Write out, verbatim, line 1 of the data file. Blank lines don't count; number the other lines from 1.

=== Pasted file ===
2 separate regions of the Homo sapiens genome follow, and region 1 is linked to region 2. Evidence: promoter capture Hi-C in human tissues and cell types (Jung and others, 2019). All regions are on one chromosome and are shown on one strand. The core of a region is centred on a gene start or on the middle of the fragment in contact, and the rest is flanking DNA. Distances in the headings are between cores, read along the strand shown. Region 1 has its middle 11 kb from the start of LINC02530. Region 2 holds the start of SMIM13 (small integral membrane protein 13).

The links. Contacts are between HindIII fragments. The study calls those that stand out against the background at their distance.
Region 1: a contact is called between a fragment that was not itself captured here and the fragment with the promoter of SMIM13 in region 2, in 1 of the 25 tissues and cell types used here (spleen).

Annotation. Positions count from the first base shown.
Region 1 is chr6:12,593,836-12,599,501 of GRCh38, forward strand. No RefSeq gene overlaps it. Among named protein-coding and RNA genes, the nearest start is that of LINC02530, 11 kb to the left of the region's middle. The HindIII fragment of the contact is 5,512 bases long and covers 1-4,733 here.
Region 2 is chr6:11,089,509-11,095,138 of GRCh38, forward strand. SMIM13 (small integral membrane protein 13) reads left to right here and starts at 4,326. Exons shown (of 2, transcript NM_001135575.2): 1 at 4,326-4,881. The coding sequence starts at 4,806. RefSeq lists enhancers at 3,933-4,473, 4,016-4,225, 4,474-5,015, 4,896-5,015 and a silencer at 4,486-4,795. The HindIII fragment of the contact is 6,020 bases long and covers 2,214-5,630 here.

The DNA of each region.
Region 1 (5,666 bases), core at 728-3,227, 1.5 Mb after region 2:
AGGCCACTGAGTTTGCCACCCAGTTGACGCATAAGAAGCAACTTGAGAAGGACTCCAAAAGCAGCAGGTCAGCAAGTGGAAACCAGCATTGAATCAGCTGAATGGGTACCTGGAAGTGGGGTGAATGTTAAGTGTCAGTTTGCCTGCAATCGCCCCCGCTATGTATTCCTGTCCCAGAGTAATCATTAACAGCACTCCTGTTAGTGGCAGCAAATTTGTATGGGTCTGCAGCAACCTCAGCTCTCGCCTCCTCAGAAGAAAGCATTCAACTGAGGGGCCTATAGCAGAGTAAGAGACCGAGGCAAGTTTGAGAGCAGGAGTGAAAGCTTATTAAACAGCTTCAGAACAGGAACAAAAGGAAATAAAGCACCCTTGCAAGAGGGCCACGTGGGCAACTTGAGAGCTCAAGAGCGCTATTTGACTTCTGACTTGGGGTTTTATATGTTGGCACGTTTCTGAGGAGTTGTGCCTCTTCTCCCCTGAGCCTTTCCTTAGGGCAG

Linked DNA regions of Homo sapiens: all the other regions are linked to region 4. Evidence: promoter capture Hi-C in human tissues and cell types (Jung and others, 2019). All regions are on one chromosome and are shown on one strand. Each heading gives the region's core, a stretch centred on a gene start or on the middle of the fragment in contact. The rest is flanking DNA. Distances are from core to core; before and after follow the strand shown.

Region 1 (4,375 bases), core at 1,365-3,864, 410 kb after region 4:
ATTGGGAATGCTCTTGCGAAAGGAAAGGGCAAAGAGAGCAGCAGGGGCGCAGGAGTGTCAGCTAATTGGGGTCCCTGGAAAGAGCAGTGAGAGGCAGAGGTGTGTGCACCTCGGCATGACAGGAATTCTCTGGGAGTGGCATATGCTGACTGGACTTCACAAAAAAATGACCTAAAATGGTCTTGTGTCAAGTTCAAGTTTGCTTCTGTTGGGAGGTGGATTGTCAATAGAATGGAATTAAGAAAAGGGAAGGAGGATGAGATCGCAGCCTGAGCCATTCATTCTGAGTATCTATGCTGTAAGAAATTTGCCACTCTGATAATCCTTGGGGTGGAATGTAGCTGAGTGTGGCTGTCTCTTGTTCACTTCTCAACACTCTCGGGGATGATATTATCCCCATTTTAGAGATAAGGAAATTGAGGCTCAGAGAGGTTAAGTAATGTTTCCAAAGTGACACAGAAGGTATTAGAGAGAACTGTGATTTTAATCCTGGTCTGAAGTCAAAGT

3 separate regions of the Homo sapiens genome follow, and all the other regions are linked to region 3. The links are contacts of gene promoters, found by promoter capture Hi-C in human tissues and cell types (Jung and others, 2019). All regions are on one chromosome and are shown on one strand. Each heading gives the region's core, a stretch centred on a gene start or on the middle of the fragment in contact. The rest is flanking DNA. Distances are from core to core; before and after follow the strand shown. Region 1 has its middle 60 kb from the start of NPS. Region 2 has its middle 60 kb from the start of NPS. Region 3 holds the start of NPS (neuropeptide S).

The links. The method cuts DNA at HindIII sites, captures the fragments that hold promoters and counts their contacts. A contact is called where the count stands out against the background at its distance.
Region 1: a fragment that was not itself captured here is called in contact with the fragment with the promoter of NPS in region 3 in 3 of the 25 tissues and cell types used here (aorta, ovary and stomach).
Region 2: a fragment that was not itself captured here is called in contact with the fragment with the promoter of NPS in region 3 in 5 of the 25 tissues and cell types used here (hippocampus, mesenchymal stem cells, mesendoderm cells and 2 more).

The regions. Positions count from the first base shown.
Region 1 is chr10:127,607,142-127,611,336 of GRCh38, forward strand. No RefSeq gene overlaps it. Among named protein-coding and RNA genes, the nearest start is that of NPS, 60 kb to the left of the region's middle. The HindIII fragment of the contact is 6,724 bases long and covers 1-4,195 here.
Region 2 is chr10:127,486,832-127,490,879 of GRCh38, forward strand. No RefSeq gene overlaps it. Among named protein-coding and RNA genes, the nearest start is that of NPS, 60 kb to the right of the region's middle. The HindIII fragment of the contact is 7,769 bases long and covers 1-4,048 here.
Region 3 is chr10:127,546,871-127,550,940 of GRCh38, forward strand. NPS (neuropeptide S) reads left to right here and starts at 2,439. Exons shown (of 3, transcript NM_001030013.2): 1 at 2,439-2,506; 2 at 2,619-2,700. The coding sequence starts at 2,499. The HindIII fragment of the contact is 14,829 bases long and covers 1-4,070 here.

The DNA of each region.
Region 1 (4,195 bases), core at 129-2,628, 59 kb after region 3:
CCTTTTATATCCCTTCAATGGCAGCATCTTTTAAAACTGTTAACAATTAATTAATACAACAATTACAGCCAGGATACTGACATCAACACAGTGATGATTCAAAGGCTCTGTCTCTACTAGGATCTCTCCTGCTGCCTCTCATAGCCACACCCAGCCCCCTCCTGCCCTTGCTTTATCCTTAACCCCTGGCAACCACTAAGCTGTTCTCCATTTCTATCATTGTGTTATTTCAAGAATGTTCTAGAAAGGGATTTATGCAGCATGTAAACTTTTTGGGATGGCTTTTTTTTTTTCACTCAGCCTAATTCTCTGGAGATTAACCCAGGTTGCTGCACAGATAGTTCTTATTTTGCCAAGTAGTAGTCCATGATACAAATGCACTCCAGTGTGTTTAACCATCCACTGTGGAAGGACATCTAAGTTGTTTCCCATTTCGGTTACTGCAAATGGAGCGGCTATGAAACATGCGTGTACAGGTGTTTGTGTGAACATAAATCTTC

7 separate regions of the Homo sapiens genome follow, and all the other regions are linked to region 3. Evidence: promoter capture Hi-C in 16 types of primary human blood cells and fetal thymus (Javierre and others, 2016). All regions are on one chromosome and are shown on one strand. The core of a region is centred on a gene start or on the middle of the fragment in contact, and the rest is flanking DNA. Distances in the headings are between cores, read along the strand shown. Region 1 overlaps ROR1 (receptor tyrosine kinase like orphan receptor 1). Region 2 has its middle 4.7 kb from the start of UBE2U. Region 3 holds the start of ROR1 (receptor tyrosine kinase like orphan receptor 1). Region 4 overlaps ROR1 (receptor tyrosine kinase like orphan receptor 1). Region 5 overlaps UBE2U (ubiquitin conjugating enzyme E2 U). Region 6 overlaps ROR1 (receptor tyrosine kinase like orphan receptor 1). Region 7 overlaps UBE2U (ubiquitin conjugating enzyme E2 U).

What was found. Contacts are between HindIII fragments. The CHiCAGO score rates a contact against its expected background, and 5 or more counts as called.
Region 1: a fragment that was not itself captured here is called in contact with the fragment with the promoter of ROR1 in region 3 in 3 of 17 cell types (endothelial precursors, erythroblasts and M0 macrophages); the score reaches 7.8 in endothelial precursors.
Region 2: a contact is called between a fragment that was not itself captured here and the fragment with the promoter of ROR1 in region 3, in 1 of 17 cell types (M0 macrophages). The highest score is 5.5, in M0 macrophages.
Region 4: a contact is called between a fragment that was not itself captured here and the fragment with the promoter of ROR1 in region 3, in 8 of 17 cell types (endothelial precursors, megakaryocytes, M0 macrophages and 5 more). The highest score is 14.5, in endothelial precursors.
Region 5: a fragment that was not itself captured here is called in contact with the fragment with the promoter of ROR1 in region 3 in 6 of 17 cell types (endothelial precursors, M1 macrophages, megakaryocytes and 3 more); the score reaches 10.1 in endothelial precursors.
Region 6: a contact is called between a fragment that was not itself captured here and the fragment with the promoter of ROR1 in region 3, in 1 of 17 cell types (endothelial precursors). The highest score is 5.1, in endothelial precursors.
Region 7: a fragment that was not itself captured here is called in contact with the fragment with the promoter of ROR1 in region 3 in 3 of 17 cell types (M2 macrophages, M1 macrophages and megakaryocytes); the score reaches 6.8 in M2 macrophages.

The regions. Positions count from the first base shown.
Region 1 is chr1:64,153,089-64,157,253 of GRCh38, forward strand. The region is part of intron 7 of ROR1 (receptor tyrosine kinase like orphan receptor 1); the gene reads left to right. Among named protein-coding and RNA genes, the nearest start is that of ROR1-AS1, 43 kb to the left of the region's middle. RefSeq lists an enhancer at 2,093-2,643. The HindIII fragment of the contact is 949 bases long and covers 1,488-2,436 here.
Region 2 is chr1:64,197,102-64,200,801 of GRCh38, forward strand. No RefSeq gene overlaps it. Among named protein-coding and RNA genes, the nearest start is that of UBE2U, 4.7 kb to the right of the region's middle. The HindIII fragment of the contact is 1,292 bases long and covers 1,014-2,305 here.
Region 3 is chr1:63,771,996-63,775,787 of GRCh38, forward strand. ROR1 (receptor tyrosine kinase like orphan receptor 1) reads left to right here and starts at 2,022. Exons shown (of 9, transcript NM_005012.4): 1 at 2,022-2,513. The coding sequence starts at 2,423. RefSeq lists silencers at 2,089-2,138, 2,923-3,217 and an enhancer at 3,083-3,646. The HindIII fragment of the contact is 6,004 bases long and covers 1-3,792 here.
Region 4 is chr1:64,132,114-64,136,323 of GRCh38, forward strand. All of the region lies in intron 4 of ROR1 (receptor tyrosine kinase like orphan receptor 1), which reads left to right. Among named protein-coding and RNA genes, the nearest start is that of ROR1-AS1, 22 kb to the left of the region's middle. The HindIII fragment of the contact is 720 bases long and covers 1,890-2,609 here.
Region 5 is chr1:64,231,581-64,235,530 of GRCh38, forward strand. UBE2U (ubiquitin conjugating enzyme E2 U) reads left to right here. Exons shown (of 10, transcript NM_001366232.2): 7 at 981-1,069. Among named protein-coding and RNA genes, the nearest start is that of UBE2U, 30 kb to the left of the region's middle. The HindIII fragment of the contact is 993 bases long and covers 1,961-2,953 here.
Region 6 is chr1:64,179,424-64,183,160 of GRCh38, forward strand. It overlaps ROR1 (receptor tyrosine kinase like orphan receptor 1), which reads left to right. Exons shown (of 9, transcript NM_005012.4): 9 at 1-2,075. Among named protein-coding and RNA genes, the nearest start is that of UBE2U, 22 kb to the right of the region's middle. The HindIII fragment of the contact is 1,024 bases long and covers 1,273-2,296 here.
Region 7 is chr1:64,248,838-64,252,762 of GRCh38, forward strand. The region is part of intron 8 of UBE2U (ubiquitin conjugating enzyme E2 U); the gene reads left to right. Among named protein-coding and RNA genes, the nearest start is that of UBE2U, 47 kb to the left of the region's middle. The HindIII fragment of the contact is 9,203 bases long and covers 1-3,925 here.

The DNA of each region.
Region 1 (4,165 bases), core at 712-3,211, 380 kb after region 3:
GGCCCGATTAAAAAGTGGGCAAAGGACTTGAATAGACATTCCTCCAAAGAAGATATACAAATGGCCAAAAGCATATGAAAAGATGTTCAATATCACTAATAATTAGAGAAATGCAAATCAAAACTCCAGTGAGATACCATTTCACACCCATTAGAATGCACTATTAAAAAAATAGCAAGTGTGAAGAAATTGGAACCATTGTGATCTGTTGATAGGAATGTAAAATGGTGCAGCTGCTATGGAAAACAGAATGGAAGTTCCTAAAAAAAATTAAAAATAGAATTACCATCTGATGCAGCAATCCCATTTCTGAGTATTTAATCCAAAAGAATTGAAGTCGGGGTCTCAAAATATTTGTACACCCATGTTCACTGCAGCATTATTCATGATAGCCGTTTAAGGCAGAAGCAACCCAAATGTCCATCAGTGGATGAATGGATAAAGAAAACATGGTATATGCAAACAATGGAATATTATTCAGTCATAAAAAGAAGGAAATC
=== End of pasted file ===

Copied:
2 separate regions of the Homo sapiens genome follow, and region 1 is linked to region 2. Evidence: promoter capture Hi-C in human tissues and cell types (Jung and others, 2019). All regions are on one chromosome and are shown on one strand. The core of a region is centred on a gene start or on the middle of the fragment in contact, and the rest is flanking DNA. Distances in the headings are between cores, read along the strand shown. Region 1 has its middle 11 kb from the start of LINC02530. Region 2 holds the start of SMIM13 (small integral membrane protein 13).